Jahar, the baby, on the other hand, was the surprise success—I would compare him (very roughly) to Henry VIII, whose father ignored him in favor of eldest brother Arthur; Arthur, who chronologically was the next in line for the throne, wound up dying in his teens. Young enough to have forgotten much of his family’s miserable Russian travels, Jahar embraced American culture—he spoke accent-less English, was described as “the boy everyone loved,” wrestled in high school, wrote about cheeseburgers on Twitter, and basically lived the life of your average American teen. He also got a $2,500 scholarship to the University of Massachusetts Dartmouth, where he enrolled with the intent to become a dentist.
But somewhere along the line, something went wrong. Whether it was a domino effect, i.e. the Tsarnaev sisters entered into quick and doomed marriages and were saddled with infants while still teens; Zubeidat Tsarnaeva, the Tsarnaev mother, changed overnight from a miniskirt-wearing cosmetologist into an observant Muslim who covered her head and was fired for refusing to work with male customers; and Tamerlan went to Dagestan on the pretense of renewing his Russian passport, even though by this time he no longer had a Russian passport (only an American one). It’s during this trip that Tamerlan allegedly became “radicalized.”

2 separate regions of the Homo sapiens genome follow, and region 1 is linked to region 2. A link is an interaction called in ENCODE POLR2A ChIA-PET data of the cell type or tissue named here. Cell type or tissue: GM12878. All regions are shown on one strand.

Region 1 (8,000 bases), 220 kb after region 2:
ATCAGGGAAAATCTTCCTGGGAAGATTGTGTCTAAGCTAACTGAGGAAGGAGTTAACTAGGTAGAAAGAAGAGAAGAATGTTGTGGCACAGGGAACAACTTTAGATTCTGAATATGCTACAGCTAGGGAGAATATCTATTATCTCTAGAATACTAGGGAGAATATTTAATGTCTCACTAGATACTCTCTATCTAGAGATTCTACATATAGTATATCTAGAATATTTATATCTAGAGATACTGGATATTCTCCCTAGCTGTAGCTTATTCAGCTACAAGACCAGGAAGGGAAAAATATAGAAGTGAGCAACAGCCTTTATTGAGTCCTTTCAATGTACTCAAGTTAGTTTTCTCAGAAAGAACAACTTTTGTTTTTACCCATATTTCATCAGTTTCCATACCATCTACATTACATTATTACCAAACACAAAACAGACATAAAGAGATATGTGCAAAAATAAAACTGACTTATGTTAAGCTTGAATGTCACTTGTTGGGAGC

It was also during this time that Jahar was frittering away his future, as so many young people do who think they have forever to get somewhere. His grades plummeted, his scholarship was rescinded, and he started dealing and using pot. A lot.
By the time Tamerlan returned six months later—again, for reasons that are unclear—the FBI would have you believe he was now a jihadist. And that his younger brother—who by all journalistic accounts idealized Tamerlan all out of proportion—sought to follow suit as a way to make a name for himself, and also impress his oldest sibling. (Although Tamerlan never became the star his parents had hoped he’d be, as the eldest boy, he still carried tremendous weight in the household.)